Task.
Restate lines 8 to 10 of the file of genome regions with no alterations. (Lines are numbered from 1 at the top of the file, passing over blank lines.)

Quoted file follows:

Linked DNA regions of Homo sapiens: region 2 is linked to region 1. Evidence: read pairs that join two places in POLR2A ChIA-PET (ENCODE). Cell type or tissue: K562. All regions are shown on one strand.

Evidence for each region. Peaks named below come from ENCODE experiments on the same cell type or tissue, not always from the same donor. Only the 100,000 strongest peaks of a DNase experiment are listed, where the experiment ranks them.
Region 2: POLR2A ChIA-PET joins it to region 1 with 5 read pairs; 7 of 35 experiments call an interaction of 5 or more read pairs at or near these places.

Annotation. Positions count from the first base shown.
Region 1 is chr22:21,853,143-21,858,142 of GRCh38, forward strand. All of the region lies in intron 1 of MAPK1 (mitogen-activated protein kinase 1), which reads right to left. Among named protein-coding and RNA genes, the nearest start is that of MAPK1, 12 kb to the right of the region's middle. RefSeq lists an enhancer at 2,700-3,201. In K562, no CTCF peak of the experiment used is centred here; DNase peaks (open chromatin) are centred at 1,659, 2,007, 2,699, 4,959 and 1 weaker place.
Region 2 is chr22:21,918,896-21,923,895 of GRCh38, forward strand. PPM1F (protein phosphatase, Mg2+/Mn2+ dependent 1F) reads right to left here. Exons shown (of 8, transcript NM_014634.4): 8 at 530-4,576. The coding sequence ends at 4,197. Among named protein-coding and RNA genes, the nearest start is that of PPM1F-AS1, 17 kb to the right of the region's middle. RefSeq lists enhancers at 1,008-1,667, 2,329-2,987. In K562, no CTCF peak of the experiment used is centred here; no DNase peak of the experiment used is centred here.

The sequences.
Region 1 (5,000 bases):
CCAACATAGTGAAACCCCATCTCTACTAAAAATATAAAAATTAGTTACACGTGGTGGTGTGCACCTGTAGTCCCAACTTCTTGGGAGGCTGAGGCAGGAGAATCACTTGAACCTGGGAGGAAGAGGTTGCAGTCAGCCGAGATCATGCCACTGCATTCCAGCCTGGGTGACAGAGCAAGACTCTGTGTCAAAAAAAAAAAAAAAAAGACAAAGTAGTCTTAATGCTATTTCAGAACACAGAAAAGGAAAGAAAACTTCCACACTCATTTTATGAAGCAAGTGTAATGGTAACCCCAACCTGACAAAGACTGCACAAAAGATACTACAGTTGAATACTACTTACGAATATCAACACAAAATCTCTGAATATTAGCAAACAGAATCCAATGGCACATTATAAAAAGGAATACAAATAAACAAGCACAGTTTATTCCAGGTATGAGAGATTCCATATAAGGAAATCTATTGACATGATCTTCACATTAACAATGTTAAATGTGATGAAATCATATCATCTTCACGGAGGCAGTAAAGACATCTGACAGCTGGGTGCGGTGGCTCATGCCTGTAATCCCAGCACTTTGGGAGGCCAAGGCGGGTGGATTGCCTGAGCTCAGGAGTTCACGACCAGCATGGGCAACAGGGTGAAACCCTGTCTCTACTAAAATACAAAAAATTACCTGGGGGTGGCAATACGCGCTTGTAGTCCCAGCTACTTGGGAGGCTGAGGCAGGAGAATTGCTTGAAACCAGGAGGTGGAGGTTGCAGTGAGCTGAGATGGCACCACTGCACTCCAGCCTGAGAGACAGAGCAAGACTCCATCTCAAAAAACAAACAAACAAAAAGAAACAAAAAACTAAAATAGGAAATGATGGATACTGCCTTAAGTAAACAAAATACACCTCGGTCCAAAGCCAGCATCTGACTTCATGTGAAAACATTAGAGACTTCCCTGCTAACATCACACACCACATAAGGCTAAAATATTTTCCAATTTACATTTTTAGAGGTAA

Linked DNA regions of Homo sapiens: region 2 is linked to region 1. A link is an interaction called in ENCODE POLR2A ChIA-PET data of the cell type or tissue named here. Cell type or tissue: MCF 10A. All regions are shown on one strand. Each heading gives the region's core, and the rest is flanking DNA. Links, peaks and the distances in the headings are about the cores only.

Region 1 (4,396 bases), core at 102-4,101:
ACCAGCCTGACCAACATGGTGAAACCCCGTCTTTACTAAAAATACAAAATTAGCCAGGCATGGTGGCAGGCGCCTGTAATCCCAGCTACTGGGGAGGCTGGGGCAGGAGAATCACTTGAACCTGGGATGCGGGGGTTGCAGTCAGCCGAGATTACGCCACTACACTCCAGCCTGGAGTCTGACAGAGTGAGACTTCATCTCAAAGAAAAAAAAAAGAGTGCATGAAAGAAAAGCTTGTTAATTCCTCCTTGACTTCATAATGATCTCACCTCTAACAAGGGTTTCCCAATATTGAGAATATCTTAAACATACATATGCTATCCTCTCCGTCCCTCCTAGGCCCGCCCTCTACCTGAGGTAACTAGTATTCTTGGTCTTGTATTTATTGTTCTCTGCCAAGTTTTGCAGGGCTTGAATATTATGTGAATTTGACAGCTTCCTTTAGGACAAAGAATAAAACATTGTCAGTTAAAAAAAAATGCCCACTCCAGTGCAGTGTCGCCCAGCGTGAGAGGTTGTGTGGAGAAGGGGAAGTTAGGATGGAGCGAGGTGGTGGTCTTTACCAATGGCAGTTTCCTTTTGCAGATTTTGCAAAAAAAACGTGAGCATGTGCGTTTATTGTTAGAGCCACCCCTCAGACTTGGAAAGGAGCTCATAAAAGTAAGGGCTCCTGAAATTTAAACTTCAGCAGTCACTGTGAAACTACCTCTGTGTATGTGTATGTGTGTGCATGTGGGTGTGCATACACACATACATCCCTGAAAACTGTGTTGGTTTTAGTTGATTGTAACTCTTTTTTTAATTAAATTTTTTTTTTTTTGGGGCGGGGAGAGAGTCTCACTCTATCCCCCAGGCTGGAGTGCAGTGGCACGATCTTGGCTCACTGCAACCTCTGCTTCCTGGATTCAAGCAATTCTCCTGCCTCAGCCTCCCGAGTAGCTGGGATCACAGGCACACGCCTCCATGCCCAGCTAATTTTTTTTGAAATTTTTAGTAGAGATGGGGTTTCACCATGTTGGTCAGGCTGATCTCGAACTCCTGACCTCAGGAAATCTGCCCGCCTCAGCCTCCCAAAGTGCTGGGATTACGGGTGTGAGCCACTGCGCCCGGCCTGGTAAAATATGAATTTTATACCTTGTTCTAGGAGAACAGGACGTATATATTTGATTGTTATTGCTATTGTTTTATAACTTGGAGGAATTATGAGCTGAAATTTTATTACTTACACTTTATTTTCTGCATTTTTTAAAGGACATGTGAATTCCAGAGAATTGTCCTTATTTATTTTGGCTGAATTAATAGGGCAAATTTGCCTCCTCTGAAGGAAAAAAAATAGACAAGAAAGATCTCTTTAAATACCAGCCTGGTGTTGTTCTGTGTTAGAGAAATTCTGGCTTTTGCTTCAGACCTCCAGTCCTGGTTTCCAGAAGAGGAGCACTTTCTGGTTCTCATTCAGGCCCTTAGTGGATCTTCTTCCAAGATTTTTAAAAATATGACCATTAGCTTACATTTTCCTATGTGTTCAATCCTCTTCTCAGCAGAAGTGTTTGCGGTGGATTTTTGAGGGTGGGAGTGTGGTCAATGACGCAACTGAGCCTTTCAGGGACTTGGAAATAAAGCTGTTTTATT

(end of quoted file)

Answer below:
Region 1 (5,000 bases):
CCAACATAGTGAAACCCCATCTCTACTAAAAATATAAAAATTAGTTACACGTGGTGGTGTGCACCTGTAGTCCCAACTTCTTGGGAGGCTGAGGCAGGAGAATCACTTGAACCTGGGAGGAAGAGGTTGCAGTCAGCCGAGATCATGCCACTGCATTCCAGCCTGGGTGACAGAGCAAGACTCTGTGTCAAAAAAAAAAAAAAAAAGACAAAGTAGTCTTAATGCTATTTCAGAACACAGAAAAGGAAAGAAAACTTCCACACTCATTTTATGAAGCAAGTGTAATGGTAACCCCAACCTGACAAAGACTGCACAAAAGATACTACAGTTGAATACTACTTACGAATATCAACACAAAATCTCTGAATATTAGCAAACAGAATCCAATGGCACATTATAAAAAGGAATACAAATAAACAAGCACAGTTTATTCCAGGTATGAGAGATTCCATATAAGGAAATCTATTGACATGATCTTCACATTAACAATGTTAAATGTGATGAAATCATATCATCTTCACGGAGGCAGTAAAGACATCTGACAGCTGGGTGCGGTGGCTCATGCCTGTAATCCCAGCACTTTGGGAGGCCAAGGCGGGTGGATTGCCTGAGCTCAGGAGTTCACGACCAGCATGGGCAACAGGGTGAAACCCTGTCTCTACTAAAATACAAAAAATTACCTGGGGGTGGCAATACGCGCTTGTAGTCCCAGCTACTTGGGAGGCTGAGGCAGGAGAATTGCTTGAAACCAGGAGGTGGAGGTTGCAGTGAGCTGAGATGGCACCACTGCACTCCAGCCTGAGAGACAGAGCAAGACTCCATCTCAAAAAACAAACAAACAAAAAGAAACAAAAAACTAAAATAGGAAATGATGGATACTGCCTTAAGTAAACAAAATACACCTCGGTCCAAAGCCAGCATCTGACTTCATGTGAAAACATTAGAGACTTCCCTGCTAACATCACACACCACATAAGGCTAAAATATTTTCCAATTTACATTTTTAGAGGTAA

Linked DNA regions of Homo sapiens: region 2 is linked to region 1. A link is an interaction called in ENCODE POLR2A ChIA-PET data of the cell type or tissue named here. Cell type or tissue: MCF 10A. All regions are shown on one strand. Each heading gives the region's core, and the rest is flanking DNA. Links, peaks and the distances in the headings are about the cores only.